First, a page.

i’m going to suggest some fun diy projects… if you’re up for it.

a mason jar chandelier: kara paslay designs: DIY-MASON JAR CHANDELIER
bottle torches for a deck or patio:
wall hangings:
tape flower sculpture:

Pick up one of those “the complete Photo Guide to Home Repair” books from Home Depot.
We have been giving them out as housewarming presents for years. :slight_smile:

Invest in a Pex Clamp/Wrench. Being able to do your own quick plumbing fixes is awesome. $75ish dollars saves you a few hundred in plumbing costs later. So easy.

A cool collection for inspiration

Hey what year is the house?

I restored a house built in 1909 over the past 3 years. I wish the first thing I had done was build a workbench! (It was the last thing I did, doh!)

A note on gutters, next time you have a significant rainfall, take a look around the outside of your house while its still raining (you’ve got a rain coat, right?)

How’s the water draining away?
Is any water flowing over the gutters?
Do they drip? Sag? etc?

New gutters and down spouts are simply one of the best investments I’ve made to my house. The piece of mind it gives me knowing that a huge rainfall will not translate into a flooded basement is fantastic. And if you spring for new gutters, do yourself a favor and get the mesh type covers (or similar fancier options) as well as the larger sized down spouts, no matter what size your roof is.

The gutter covers also help to prevent ice-dams from forming in the winter. Nothing worse than a leaky roof when its’ 15º outside.

Congratulations on this major purchase! I’ll echo Lmo’s excellent advice and make sure you financially prepare for the unpredictable stuff (roof damage, major plumbing repairs, etc). Set aside an “emergency fund” in some form of liquid resource: Cash, Money Market, etc… Start with $3-5K and add to it as you go…

You’ll want to investigate an alarm system (a basic system of window and door switches combined with motion detectors is sensibly priced). You can add smoke detection to these systems as well for very little money. We found the “monitored” alarms are the best, especially ones with local monitoring centers. We went with Sonitrol. We love it. We have numerous break-ins in our area (a fairly well-to-do suburb) and the piece-of-mind is meaningful.

Since you sound like you want all the touch points at your home to be well-considered, don’t forget that critical Door Bell! Seattle-based designers and manufacturers Spore, Inc. have been developing well-made (USA) illuminated door bells in several price ranges for over 10 years:

And finally, don’t be afraid to take on mundane projects like Toilet Wax Ring replacements to save yourself some cash. Use the savings to get a Bulthaup kitchen or some other treat…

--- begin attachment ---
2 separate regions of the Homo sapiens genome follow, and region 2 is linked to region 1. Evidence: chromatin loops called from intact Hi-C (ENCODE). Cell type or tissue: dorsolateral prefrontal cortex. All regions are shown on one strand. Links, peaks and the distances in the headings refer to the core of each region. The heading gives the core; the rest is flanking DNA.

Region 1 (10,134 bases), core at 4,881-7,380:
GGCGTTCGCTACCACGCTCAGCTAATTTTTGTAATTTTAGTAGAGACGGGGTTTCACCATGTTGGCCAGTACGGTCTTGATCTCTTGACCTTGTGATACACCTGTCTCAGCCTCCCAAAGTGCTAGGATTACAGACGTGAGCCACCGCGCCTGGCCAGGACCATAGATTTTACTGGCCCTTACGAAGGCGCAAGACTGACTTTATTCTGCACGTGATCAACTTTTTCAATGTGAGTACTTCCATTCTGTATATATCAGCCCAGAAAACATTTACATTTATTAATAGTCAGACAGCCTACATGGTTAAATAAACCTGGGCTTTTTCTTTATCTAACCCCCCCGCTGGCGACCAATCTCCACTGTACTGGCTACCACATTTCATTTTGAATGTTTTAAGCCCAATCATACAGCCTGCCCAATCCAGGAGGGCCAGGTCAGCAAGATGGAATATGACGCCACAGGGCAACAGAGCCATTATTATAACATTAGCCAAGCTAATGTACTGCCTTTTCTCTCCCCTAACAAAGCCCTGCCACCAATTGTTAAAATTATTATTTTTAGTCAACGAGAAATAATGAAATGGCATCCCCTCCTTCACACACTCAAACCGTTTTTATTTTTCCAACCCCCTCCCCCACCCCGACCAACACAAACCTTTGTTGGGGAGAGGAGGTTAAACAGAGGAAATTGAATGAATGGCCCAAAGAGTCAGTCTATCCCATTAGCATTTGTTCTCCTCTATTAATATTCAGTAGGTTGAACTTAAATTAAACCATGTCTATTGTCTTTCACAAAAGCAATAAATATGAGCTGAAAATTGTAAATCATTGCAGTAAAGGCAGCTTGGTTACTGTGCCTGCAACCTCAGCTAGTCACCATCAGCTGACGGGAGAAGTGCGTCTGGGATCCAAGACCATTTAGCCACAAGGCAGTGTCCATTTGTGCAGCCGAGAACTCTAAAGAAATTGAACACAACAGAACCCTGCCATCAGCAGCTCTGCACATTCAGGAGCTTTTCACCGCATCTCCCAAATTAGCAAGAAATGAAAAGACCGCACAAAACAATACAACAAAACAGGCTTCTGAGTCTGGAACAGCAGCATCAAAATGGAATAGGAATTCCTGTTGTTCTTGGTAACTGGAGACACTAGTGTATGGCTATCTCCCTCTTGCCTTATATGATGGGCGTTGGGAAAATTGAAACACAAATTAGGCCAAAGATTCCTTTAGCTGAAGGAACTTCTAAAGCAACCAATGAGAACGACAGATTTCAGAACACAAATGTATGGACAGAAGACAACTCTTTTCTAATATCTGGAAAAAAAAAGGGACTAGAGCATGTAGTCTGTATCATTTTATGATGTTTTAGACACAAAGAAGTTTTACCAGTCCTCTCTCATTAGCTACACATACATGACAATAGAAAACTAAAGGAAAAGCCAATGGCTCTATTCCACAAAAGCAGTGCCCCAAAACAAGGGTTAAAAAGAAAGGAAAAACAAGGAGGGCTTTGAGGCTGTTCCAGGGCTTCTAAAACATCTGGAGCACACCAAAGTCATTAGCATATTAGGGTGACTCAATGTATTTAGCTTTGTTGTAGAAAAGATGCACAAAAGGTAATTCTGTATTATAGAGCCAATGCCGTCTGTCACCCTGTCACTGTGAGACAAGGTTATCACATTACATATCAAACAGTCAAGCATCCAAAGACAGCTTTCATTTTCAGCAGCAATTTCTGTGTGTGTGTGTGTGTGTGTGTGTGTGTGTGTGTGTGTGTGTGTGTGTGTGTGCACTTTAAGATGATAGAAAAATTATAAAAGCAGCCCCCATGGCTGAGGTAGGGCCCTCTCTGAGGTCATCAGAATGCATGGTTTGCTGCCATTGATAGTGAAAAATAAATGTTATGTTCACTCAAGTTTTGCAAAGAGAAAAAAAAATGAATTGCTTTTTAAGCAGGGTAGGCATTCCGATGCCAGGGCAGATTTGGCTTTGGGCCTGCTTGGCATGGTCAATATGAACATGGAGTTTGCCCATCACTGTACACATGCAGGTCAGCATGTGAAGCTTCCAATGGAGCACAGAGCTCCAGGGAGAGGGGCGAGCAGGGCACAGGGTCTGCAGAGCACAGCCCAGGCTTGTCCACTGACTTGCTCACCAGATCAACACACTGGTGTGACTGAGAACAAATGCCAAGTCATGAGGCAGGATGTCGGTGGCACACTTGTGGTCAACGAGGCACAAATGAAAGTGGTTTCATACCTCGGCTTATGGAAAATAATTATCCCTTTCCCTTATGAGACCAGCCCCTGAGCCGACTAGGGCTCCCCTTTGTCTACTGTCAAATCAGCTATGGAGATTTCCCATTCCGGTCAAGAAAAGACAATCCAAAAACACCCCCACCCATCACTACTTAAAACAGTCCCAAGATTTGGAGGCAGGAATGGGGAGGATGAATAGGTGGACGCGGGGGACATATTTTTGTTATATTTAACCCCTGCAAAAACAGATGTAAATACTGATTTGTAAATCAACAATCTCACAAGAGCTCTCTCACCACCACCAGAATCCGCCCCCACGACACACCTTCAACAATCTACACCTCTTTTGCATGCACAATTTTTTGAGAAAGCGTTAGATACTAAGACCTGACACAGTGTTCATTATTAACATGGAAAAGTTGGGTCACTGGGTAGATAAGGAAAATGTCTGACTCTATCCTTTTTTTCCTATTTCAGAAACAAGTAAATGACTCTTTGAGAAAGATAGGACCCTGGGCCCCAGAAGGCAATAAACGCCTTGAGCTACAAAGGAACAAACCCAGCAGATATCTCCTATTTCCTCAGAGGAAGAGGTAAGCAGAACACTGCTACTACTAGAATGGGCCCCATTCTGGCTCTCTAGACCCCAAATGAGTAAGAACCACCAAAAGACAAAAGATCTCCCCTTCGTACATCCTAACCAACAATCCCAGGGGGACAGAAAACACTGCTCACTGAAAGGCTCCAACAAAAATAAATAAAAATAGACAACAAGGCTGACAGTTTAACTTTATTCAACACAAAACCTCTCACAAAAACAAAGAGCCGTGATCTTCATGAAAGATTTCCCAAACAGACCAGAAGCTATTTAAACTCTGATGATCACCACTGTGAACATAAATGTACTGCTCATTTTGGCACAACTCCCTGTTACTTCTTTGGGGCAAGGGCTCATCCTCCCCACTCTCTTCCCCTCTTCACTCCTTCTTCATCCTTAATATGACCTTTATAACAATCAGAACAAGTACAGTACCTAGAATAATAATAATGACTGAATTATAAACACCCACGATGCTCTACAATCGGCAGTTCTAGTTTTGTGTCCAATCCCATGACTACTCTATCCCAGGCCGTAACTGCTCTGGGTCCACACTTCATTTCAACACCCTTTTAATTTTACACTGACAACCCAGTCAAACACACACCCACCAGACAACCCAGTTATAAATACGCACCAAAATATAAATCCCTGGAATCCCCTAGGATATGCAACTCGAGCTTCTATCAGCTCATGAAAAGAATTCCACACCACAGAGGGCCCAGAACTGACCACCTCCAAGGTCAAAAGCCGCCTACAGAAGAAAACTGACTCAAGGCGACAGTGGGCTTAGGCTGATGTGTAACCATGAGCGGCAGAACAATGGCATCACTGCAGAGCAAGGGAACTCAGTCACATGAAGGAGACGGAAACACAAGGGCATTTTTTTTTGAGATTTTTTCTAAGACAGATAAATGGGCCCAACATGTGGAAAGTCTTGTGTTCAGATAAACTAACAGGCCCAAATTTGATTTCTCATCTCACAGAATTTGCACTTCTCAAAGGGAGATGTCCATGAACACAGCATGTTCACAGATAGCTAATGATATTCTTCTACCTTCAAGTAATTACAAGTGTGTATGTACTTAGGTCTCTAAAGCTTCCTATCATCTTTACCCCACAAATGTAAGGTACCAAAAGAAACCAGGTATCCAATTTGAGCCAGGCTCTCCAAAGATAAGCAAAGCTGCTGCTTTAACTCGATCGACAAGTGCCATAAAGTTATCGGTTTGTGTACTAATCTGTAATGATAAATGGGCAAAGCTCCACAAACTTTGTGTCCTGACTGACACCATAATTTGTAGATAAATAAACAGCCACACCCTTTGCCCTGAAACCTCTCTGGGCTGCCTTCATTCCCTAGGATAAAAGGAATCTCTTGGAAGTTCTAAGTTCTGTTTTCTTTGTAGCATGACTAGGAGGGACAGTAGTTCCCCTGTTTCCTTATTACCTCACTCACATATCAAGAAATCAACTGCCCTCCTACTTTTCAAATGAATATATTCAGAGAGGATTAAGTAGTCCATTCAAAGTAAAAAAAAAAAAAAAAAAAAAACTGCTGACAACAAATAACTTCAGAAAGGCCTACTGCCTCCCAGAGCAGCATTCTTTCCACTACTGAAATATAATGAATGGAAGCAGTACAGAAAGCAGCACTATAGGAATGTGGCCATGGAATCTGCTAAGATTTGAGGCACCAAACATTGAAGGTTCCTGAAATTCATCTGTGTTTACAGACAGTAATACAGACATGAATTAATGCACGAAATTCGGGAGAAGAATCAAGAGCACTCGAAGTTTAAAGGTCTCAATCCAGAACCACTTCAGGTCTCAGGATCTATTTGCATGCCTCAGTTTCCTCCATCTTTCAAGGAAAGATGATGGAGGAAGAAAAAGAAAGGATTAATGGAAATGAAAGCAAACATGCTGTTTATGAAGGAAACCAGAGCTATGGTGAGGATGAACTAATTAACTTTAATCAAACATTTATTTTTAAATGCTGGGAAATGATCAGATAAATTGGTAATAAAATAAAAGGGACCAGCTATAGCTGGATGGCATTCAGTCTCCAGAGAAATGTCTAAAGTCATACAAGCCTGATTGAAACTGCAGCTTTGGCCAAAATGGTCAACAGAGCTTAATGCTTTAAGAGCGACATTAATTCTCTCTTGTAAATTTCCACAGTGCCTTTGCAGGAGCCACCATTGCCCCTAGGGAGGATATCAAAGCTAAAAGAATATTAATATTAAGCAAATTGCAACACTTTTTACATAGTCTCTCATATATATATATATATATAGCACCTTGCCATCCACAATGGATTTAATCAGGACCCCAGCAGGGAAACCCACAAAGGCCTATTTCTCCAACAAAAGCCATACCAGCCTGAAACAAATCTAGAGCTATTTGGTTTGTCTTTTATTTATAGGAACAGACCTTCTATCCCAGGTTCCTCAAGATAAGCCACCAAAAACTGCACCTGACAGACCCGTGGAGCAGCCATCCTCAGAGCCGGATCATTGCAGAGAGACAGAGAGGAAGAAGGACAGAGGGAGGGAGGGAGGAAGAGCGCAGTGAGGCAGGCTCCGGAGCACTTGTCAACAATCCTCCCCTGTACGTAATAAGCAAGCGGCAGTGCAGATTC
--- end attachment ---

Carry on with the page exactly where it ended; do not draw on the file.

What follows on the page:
Have fun!

I have a spore doorbell on our house in Portland… we live on a dead end and people have walked down the street just to look at the doorbell!

Thanks for the rplies everyone! i am getting some electrical repair done in the home (having the system updated from old fuses, which apparently the past owner completely had set up overloaded, to a new breaker system, as well as grounded plugs being put in the rooms that didnt have them and a tri-flex line ran from the street to the home) so the power has been off the past 4 days and i have been busy at work so i havent had time to check this thread :angry: but i see alot of good stuff on here, i will have to go through one by one and reply/respond where necessary. :smiley:

one thing off my list is the lawn mower, i went the electric route and got the black and decker rechargeable 19". I read a ton of reviews and seems like they are perfect for my needs as long as i dont get a faulty battery and i dont break the power switch (i guess it breaks easily).

The house was built in 1951, its brick and does have a fireplace like LMO assumed.

I was brought up to speed on alot of the things you mentioned from the guy that did my inspection, it was a little overwhelming, but one thing at a time right? :confused:

I was able to get in before the first time homebuyers deadline, so when that check comes in the first repairs i will be making are the furnace and windows, they are both very old and will cost me an arm and a leg if i were to keep then through the winter.

The attic does need another 3" or so of insulation, so thats on the list.

The kitchen and appliances are very old, as in looks like original, so i dont know what the power consumption on my fridge and oven are but its almost to the point where i want to keep them just to have a retro feel, i have metal drawers! never seen them before, im assuming its aluminum? Although there is some terrible wallpaper in the kitchen that needs to go. :open_mouth: